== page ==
Large dog breeds often have very unique nutritional needs. If you’ve been thinking about switching from commercial dog food to wholesome homemade dog food for your pet, you’re not alone. More and more people are making the change to feeding their dogs a more healthy, natural diet.

Commercial dog food for large dog breeds is usually formulated to be nutritionally balanced for their unique needs. Homemade dog food recipes on the internet, however, seem to take a one-size-fits-all approach. Unfortunately, not all of these recipes are nutritionally balanced for large breed dogs and large breed puppies. Some of them aren’t even nutritionally balanced for canines at all. 

This article is intended to be a reference point so that when you find an online recipe you’d like to try out, you can determine if its ingredients are beneficial for your large breed dog. In addition, there are sections below detailing the best ingredients for special needs dogs (picky eaters, overweight dogs, or dogs with certain ailments). 

If you’ve come here looking for a wholesome homemade dog food recipe, click that link for the one-pot-meal recipe we make for our own large breed dogs.

The Do’s & Don’ts of Making Homemade Dog Food for Large Dogs

While each dog owner’s homemade dog food may vary in ingredients and additives, there are a few rules that wholesome homemade dog food should follow. There are also a few ingredients you should absolutely avoid when testing homemade dog food ingredients. Let’s take a look…

Key Ingredients to Look for in Dog Food Recipes

While your pup’s nutritional needs will most certainly change many times over the course of their life, a balanced, wholesome homemade dog food recipe for large dogs should include:

  • Vitamins – K, A, B, C, D, and E, which can be found in most of the ingredients below
  • Calcium – derived from bone-meal, yogurt, or eggs
  • Fat – derived from meat or vegetable
  • Protein – usually in the form of beef, chicken, or eggs
  • Fatty Acids – from oatmeal or canned fish
  • Minerals – such as iron, magnesium, calcium, and zinc derived from bone meal, beans, and vegetables
  • Carbohydrates – usually from the rice or grains used as filler

The best part of making your own dog food is that you can use a variety of different ingredients to cater specifically to your dog’s needs and preferences.

What are the Best Fillers for Homemade Dog Food?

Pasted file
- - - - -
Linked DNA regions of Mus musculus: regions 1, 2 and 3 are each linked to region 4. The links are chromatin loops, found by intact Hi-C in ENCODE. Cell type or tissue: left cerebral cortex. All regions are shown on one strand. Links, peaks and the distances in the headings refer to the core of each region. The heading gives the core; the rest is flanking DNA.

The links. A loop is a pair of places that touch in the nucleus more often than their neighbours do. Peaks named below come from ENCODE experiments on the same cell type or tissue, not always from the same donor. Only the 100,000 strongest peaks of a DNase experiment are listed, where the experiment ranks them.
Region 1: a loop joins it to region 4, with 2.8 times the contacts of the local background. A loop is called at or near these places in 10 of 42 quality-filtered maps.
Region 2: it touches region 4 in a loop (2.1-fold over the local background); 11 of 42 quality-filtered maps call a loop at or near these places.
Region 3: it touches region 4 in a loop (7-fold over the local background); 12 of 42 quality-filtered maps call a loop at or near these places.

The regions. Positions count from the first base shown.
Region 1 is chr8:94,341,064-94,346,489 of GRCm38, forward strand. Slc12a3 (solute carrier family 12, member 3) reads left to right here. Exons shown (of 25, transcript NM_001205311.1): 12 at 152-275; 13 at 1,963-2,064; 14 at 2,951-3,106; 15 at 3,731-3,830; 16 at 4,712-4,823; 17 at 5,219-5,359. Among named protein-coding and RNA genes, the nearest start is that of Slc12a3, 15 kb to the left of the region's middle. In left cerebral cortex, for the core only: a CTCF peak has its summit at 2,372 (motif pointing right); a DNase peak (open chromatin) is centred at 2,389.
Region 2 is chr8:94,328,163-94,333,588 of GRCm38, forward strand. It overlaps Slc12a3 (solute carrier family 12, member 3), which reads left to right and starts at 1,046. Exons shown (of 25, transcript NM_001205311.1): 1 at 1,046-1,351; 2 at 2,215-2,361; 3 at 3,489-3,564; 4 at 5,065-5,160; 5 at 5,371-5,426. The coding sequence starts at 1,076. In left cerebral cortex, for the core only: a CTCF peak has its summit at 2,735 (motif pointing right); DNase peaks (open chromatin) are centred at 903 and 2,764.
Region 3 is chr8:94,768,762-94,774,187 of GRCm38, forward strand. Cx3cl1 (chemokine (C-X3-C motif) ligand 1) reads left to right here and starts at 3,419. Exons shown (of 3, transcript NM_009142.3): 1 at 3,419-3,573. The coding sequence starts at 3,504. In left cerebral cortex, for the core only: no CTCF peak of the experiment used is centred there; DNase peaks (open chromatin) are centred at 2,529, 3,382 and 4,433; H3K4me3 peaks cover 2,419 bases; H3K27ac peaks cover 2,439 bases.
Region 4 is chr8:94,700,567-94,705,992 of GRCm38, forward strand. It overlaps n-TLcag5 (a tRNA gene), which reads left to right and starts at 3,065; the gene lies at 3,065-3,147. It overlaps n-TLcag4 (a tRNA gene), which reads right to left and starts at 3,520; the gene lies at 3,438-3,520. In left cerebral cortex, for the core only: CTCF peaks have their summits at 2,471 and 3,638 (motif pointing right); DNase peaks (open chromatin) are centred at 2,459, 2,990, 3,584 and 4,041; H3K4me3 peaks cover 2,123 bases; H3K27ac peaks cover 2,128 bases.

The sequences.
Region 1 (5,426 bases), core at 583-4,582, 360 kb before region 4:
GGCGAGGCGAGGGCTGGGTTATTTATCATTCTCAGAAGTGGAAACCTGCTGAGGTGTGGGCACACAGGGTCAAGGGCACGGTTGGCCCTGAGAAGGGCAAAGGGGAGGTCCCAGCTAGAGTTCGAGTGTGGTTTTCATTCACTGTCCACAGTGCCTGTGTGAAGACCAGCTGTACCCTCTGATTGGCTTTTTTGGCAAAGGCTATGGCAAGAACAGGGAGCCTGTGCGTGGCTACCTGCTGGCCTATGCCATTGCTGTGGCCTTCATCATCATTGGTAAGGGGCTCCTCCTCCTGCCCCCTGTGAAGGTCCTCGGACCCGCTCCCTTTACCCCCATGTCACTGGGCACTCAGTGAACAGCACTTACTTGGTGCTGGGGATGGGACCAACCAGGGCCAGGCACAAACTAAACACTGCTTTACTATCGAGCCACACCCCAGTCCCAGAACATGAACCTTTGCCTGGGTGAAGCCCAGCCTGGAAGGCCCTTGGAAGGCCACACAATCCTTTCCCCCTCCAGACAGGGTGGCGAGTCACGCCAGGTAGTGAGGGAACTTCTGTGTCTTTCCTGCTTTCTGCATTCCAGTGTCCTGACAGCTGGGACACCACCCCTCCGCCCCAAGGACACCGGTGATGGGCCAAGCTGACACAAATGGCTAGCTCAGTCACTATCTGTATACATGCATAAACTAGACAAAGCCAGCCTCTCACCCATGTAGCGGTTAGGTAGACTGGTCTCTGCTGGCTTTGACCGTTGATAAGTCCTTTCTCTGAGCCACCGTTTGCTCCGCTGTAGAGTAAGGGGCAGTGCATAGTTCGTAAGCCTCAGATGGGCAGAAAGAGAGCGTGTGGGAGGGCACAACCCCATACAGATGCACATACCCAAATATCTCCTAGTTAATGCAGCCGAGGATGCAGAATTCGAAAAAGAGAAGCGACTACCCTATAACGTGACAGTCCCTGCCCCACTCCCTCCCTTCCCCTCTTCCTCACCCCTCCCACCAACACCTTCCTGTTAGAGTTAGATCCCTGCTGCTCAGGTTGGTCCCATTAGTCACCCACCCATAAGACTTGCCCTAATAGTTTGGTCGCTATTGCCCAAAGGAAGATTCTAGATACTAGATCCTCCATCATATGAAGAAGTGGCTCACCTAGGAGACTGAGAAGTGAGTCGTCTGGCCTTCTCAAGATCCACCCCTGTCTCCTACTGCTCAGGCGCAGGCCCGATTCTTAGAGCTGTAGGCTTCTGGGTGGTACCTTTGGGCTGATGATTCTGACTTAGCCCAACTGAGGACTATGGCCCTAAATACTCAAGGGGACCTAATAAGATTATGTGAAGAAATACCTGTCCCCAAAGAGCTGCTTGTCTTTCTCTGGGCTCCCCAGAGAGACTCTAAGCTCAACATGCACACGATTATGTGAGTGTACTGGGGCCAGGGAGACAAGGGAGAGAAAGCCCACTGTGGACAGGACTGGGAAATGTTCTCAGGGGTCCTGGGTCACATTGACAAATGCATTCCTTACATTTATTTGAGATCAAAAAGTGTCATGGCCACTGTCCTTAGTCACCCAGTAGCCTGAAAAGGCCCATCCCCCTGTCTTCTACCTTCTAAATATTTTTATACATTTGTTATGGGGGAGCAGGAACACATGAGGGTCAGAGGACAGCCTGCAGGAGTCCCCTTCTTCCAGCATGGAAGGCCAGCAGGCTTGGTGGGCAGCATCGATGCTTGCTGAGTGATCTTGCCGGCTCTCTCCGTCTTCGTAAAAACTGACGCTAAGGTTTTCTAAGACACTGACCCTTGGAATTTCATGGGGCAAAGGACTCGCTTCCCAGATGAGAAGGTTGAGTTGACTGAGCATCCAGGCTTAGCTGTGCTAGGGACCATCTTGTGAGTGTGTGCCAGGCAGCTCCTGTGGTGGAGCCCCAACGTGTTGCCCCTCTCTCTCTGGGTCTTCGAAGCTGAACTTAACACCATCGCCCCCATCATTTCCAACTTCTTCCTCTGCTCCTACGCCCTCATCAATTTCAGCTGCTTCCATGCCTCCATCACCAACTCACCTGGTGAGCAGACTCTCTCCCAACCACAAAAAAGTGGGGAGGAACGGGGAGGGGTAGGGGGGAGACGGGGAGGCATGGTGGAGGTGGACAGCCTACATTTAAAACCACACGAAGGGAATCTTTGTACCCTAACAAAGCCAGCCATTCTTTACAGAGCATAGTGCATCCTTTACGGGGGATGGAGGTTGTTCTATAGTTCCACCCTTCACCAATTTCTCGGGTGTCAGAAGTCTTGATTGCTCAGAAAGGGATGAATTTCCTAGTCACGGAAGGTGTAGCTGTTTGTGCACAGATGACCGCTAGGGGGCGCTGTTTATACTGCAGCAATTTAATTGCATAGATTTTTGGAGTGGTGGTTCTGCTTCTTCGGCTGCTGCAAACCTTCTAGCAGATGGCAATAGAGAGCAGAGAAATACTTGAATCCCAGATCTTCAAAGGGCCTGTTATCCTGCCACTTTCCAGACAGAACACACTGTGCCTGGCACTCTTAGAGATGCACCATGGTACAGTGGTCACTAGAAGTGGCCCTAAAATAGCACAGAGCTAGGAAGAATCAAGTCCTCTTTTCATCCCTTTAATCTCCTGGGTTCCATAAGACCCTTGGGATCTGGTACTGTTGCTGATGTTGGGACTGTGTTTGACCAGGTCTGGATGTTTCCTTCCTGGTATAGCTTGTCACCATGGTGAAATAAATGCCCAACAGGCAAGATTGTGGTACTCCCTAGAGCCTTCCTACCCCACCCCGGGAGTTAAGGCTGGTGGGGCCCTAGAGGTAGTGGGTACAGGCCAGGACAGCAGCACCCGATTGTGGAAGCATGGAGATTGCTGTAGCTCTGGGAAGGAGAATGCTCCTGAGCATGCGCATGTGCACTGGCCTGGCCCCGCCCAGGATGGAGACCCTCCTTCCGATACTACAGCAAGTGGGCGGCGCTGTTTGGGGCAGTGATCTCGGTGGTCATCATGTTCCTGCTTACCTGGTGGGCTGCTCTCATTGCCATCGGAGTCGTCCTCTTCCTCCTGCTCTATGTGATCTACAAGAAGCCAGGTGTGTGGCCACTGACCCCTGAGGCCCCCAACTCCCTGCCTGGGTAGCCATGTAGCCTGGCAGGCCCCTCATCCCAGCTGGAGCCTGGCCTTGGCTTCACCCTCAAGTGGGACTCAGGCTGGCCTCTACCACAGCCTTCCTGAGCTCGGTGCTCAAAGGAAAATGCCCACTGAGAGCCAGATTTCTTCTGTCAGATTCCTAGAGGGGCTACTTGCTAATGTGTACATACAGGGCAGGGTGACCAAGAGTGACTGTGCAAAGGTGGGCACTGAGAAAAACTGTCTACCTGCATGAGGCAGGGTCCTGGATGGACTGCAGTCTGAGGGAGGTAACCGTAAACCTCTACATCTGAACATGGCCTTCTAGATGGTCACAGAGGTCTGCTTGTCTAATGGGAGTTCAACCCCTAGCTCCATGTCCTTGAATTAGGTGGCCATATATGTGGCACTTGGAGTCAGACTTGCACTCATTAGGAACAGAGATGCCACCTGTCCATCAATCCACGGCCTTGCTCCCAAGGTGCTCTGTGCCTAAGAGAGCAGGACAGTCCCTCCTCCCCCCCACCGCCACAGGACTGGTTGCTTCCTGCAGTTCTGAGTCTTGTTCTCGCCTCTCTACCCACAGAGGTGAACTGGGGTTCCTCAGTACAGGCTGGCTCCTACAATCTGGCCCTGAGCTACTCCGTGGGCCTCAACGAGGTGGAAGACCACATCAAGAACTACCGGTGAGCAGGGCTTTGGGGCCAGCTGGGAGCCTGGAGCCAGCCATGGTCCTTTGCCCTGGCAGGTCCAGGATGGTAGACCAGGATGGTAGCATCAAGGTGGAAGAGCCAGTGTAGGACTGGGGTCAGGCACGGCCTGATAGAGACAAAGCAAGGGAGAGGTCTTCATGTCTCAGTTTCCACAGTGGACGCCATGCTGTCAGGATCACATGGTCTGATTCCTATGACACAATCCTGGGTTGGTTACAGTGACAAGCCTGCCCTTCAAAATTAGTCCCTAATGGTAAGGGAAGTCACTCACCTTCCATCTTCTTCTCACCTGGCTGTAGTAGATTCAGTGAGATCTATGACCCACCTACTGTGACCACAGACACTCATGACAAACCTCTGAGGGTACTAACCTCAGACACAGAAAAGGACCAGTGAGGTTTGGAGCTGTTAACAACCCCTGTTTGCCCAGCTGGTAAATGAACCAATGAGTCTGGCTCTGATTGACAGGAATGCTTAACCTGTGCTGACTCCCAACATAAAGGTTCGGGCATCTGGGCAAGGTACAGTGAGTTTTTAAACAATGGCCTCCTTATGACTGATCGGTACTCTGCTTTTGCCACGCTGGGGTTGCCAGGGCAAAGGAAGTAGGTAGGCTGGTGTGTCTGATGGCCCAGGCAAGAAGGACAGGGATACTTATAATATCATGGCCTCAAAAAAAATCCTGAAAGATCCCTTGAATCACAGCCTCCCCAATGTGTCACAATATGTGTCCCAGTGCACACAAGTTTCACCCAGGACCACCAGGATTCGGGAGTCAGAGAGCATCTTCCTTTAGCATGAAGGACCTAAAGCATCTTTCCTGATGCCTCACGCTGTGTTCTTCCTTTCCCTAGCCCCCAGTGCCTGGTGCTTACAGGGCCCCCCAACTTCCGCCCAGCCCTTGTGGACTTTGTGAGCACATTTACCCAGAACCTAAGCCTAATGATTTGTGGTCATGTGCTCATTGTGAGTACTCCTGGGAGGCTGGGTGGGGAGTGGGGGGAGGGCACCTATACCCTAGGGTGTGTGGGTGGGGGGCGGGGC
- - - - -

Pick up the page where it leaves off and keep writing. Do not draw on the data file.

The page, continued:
In addition to rice, some great fillers include beans, sweet potatoes, beet pulp, vegetables, barley, and potatoes.

What Foods Should you Avoid Feeding your Dogs?

When preparing all-natural, wholesome homemade dog food, the following foods should be avoided as they can lead to illness:

  • Tree nuts (such as walnuts, almonds, macadamia, etc)
  • Chocolate
  • Grapes
  • Raisins
  • Avocado
  • Onions
  • Garlic
  • Shallots
  • Mushrooms
  • Xylitol (this is a popular sugar substitute that can be found in some peanut butters, yogurts, or processed foods. Dogs should avoid xylitol at all costs.)

Your dog may have more specific allergies, which should also be considered. The ASPCA has a comprehensive list of foods you should avoid feeding your dog, but you can always ask your vet.

How Much Food Should You Feed Your Large Dog?

Whether it’s commercial dog food or homemade, the goal is to provide large dogs, weighing between 60-100 pounds, with around 3-4 cups of homemade dog food per day (preferably split between a morning and an afternoon feeding).

Wholesome Homemade Dog Food Ingredients for Specific Ailments

wholesome homemade dog food - illnesses
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In addition to the do’s and don’ts above, your dog may require a special diet based on its special needs. Below let’s check out some common ailments in dogs and homemade dog food ingredients that you should and shouldn’t be incorporating into your pup’s diet.

Dog Food Ingredients for Dogs with Struvite Bladder Stones

Struvite bladder stones are normally caused by a urinary tract or bladder infection and are quite different than normal bladder stones in dogs (which we cover below). Dogs with struvite bladder stones will require a special diet that should be followed both while the stones are active, and after they’re gone to ensure they don’t form again.

Let’s check out some wholesome homemade dog food ingredients to feed your pup with struvite bladder stones, and some ingredients to avoid.

Ingredients to Add for Dogs with Struvite Bladder Stones

  • Plain cooked chicken (white or dark meat is ok)
  • Plain cooked turkey (white or dark meat is ok)
  • Scrambled Eggs
  • White rice
  • Blueberries
  • Chicken fat
  • Corn
  • Raw fruits (except tomatoes)
  • Raw or cooked vegetables (except as listed below)
  • Sugar-free, unflavored yogurt
  • Chicken Stock (to up liquid consumption)

Ingredients to Avoid for Dogs with Struvite Bladder Stones

  • Spinach
  • Sweet potatoes
  • Organ meat
  • Brown rice
  • Asparagus
  • Raw carrots
  • Tomatoes
  • Dairy products (except sugar-free, unflavored yogurt)

Dog Food Ingredients for Dogs with Regular Bladder Stones

While struvite bladder stones are caused by an infection, regular bladder stones in dogs can be caused by a number of factors, including diets high in minerals (especially calcium), water with high mineral content, bladder disease, or even a slow metabolism.

If your dog has, or is prone to, regular bladder stones, here are some foods to consider adding to their homemade dog food, as well as some you should avoid.

Ingredients to Add for Dogs with Regular Bladder Stones

  • Pumpkin seeds
  • Peeled apples (raw or cooked)
  • White rice
  • Lean meats (like chicken or turkey breast)
  • Poached white fish (cod, tilapia, white bass, etc)
  • Chicken stock
  • LOTS of water

Ingredients to Avoid for Dogs with Regular Bladder Stones

  • Spinach
  • Asparagus